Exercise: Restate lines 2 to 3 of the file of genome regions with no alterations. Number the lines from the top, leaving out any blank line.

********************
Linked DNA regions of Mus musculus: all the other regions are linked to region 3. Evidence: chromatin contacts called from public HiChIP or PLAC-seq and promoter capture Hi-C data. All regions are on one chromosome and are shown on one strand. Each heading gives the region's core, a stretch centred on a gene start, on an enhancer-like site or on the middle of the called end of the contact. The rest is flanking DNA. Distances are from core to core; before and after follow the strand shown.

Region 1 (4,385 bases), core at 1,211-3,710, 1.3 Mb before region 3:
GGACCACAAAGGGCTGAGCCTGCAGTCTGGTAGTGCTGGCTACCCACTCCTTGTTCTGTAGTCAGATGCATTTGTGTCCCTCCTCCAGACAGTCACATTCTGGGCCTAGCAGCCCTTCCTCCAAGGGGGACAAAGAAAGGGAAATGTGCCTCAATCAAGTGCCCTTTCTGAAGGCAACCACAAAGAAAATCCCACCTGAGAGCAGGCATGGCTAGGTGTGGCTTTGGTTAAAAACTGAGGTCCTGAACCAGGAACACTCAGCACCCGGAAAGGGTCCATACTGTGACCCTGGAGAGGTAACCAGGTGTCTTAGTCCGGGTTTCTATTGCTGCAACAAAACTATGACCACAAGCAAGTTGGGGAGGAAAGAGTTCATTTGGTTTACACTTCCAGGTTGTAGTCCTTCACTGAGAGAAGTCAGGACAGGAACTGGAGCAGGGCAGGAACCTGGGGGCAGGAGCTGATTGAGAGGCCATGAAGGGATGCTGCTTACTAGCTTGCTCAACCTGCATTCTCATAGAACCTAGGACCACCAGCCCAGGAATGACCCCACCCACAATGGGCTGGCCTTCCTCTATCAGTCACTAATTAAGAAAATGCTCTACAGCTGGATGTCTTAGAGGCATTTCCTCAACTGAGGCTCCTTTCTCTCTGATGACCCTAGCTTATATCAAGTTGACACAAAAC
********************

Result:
Region 1 (4,385 bases), core at 1,211-3,710, 1.3 Mb before region 3:
GGACCACAAAGGGCTGAGCCTGCAGTCTGGTAGTGCTGGCTACCCACTCCTTGTTCTGTAGTCAGATGCATTTGTGTCCCTCCTCCAGACAGTCACATTCTGGGCCTAGCAGCCCTTCCTCCAAGGGGGACAAAGAAAGGGAAATGTGCCTCAATCAAGTGCCCTTTCTGAAGGCAACCACAAAGAAAATCCCACCTGAGAGCAGGCATGGCTAGGTGTGGCTTTGGTTAAAAACTGAGGTCCTGAACCAGGAACACTCAGCACCCGGAAAGGGTCCATACTGTGACCCTGGAGAGGTAACCAGGTGTCTTAGTCCGGGTTTCTATTGCTGCAACAAAACTATGACCACAAGCAAGTTGGGGAGGAAAGAGTTCATTTGGTTTACACTTCCAGGTTGTAGTCCTTCACTGAGAGAAGTCAGGACAGGAACTGGAGCAGGGCAGGAACCTGGGGGCAGGAGCTGATTGAGAGGCCATGAAGGGATGCTGCTTACTAGCTTGCTCAACCTGCATTCTCATAGAACCTAGGACCACCAGCCCAGGAATGACCCCACCCACAATGGGCTGGCCTTCCTCTATCAGTCACTAATTAAGAAAATGCTCTACAGCTGGATGTCTTAGAGGCATTTCCTCAACTGAGGCTCCTTTCTCTCTGATGACCCTAGCTTATATCAAGTTGACACAAAAC